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SOS Mediterranée: One year of solidarity at sea

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Since 2015 the French/German/Italian humanitarian organisation SOS Mediterranée, which exists only thanks to the participation of vounteers and doctors from Médicins Sans Frontiers, has been saving lives in the Mediterranean. We were aboard their flagship, the Aquarius, to celebrate its first year at sea.

Thirteen thousand refugees taken in and 8,755 lives saved at sea during 64 rescuing operations since February of last year. If it were only a matter of numbers, SOS Mediterranée, which was founded by humanitarians from Italy, France and Germany to face everyday challenges in international waters off the Libyan coasts, might well declare the mission accomplished.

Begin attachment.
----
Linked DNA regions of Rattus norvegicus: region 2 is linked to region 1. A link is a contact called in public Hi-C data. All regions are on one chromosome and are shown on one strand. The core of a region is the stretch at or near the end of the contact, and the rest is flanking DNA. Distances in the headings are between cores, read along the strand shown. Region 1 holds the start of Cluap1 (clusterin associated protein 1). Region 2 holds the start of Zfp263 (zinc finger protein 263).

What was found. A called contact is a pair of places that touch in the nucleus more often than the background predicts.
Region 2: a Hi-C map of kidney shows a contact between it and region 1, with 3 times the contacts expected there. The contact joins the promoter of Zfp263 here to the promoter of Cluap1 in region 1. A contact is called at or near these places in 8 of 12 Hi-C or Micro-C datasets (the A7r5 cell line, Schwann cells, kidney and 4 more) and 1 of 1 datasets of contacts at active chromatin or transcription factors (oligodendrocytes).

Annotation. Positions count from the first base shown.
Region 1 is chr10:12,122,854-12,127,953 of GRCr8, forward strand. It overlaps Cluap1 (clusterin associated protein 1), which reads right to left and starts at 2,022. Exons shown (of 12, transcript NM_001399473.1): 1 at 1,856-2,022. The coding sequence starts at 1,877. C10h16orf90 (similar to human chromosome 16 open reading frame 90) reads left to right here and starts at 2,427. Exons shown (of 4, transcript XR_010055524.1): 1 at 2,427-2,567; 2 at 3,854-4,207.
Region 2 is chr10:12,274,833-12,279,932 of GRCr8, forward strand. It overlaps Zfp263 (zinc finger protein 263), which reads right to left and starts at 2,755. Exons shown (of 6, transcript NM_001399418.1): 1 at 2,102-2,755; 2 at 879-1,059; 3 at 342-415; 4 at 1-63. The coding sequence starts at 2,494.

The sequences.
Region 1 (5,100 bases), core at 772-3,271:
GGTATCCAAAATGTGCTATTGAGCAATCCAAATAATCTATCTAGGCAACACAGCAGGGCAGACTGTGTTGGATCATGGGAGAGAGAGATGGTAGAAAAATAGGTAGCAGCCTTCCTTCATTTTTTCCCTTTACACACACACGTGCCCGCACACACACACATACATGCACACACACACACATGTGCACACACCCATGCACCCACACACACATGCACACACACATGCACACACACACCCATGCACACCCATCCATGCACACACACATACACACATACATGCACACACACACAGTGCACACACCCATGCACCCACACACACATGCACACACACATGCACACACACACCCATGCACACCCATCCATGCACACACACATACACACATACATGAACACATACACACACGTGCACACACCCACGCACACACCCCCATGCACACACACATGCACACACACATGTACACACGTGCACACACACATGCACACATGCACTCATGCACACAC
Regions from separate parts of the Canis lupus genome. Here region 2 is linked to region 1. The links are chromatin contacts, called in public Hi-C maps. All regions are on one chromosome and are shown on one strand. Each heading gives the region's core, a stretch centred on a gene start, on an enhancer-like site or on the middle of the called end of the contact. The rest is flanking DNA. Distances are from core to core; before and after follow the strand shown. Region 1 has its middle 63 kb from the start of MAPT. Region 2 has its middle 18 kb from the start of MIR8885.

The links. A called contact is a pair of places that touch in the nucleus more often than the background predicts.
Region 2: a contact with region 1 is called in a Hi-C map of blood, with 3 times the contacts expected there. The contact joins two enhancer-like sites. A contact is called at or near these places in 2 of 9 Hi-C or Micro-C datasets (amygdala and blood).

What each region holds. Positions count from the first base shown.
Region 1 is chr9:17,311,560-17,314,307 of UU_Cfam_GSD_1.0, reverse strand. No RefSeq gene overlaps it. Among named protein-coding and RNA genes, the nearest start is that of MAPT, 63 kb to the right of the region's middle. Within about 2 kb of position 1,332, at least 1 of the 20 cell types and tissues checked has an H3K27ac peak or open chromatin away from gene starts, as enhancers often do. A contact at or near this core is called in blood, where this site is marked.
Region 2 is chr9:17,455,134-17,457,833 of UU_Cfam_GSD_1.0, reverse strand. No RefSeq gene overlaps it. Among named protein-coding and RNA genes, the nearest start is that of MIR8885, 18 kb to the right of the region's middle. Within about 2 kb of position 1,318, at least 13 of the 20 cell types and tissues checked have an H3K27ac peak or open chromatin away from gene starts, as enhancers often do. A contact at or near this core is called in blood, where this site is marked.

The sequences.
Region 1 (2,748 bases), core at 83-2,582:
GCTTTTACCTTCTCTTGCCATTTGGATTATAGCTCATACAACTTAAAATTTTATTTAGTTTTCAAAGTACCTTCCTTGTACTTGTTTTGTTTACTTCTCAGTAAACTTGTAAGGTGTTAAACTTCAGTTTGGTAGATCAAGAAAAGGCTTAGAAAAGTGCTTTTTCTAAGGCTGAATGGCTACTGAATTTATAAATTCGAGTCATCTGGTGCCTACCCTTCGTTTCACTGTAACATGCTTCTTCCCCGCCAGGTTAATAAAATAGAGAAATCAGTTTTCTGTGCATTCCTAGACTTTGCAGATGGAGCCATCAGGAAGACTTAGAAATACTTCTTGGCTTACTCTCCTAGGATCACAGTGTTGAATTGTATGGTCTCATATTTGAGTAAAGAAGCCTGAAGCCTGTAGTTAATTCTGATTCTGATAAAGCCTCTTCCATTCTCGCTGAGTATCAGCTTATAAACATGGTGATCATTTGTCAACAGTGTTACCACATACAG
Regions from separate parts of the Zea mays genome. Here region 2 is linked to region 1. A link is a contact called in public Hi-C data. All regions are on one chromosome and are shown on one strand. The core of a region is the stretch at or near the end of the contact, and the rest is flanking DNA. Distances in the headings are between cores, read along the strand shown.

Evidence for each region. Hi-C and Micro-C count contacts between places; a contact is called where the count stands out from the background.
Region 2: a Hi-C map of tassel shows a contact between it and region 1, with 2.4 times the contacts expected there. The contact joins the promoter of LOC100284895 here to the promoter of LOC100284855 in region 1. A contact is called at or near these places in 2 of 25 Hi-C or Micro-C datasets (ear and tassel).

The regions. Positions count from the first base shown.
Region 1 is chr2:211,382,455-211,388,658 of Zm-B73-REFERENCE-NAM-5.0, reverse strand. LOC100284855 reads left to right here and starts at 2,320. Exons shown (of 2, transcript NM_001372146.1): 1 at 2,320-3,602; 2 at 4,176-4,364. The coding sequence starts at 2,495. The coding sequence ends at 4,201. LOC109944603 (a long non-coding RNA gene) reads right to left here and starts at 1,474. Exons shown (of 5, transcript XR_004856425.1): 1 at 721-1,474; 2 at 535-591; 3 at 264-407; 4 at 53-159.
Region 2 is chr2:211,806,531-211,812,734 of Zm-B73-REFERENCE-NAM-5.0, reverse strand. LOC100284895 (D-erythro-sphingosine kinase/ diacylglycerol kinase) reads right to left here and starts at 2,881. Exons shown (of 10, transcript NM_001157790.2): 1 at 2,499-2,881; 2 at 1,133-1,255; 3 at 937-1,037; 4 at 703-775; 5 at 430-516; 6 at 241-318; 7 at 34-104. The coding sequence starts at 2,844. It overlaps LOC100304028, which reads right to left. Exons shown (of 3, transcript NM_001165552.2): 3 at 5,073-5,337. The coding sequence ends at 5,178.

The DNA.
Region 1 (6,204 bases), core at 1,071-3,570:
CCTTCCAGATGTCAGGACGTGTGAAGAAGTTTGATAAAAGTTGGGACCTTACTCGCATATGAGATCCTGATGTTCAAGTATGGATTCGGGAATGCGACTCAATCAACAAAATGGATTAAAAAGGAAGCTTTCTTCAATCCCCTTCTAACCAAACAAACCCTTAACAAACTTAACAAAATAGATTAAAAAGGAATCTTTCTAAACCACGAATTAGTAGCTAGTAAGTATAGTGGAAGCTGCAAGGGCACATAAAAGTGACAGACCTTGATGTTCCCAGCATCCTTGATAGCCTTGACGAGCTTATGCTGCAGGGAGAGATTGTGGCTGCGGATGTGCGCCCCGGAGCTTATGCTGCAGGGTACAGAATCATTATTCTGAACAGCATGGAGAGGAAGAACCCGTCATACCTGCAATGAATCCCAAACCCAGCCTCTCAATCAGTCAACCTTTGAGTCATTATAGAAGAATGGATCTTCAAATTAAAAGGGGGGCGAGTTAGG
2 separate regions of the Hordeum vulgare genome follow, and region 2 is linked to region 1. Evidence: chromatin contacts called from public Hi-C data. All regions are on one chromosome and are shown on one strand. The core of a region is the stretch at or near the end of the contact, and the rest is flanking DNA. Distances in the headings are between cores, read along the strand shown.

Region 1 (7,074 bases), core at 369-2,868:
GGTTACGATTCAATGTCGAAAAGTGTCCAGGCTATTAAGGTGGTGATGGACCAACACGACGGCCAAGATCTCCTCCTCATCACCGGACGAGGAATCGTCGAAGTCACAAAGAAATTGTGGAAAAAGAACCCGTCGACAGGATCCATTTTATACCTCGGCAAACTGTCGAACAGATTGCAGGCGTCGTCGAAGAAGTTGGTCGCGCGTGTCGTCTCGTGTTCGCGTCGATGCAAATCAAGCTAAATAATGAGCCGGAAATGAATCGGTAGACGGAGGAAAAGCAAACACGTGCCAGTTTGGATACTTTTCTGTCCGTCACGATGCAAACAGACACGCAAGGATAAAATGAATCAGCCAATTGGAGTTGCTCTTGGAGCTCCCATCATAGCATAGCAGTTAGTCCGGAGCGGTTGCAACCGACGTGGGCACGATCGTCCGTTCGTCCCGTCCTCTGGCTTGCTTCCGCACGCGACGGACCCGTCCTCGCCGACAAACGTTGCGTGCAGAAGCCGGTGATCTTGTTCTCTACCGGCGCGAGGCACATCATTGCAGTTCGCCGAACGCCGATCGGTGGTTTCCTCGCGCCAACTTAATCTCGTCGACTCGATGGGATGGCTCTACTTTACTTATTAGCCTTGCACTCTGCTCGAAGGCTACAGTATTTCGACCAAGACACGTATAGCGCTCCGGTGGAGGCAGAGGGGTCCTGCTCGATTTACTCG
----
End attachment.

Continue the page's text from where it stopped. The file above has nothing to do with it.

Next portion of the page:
However, what hides behind the rescues and the (too) many dead - 5,000 in 2016 according to the UNCHR - is a wonderful story of love and humanity that is absolutely worth telling. The positive atmosphere can already be sensed while getting on board or speaking to the young volunteers and to those playing their role on the mainland. Or even just by stopping for a few moments and observing their everyday life at sea, where the horizon traces a line that looks like a huge frontier.